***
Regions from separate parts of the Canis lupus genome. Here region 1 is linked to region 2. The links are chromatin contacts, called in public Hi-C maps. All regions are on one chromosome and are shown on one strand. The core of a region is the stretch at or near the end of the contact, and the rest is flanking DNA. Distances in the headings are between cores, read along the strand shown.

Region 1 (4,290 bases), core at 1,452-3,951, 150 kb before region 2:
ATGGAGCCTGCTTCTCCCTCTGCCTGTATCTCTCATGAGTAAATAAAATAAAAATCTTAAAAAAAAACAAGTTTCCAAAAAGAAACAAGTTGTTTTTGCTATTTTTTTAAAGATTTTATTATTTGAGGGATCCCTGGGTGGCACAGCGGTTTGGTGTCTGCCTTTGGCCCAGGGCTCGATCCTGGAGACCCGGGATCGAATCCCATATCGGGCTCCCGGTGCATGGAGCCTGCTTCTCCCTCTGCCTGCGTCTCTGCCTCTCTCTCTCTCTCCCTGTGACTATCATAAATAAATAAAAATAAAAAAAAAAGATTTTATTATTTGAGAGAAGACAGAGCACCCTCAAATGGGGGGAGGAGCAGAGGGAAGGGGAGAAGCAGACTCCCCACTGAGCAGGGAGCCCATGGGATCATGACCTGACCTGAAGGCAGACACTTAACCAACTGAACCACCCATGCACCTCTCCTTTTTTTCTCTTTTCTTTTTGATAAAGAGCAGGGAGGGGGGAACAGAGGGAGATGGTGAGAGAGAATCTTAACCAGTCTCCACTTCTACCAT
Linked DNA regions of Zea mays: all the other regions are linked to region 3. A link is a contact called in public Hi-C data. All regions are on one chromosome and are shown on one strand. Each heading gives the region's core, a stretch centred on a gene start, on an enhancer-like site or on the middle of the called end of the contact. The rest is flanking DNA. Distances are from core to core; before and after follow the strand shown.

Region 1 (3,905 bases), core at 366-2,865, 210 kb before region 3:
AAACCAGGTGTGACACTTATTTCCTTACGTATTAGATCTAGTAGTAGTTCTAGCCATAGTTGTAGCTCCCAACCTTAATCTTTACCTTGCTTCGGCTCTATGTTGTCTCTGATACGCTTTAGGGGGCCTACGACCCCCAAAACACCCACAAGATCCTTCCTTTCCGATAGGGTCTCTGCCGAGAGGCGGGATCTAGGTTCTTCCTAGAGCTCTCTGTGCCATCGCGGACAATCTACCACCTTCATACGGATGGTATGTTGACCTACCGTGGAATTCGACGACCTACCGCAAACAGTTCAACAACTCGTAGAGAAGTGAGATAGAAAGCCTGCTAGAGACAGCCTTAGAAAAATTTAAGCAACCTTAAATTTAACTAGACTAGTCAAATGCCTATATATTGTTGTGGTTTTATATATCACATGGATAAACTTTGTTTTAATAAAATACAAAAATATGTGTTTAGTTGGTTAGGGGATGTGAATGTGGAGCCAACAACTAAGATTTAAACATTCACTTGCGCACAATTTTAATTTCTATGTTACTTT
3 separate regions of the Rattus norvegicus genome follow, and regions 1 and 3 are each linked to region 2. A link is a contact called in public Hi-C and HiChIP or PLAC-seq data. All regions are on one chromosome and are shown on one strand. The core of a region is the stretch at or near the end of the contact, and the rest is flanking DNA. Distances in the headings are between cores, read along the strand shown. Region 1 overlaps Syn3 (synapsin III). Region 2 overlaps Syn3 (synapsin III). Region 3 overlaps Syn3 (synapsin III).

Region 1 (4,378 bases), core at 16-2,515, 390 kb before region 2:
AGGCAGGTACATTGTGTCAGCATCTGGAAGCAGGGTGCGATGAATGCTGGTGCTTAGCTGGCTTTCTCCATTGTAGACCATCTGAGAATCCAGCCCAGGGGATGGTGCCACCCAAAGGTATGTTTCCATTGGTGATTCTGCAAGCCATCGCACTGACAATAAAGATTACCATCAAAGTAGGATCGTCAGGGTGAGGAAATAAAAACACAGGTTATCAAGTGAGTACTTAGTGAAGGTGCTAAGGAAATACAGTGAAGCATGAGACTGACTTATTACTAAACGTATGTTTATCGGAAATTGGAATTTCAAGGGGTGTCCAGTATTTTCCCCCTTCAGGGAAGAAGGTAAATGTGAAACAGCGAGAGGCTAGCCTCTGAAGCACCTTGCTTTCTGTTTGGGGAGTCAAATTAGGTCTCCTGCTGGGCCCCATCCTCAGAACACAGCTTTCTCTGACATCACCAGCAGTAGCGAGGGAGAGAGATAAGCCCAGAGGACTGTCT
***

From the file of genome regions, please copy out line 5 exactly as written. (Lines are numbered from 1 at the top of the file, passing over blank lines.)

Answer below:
Region 1 (3,905 bases), core at 366-2,865, 210 kb before region 3: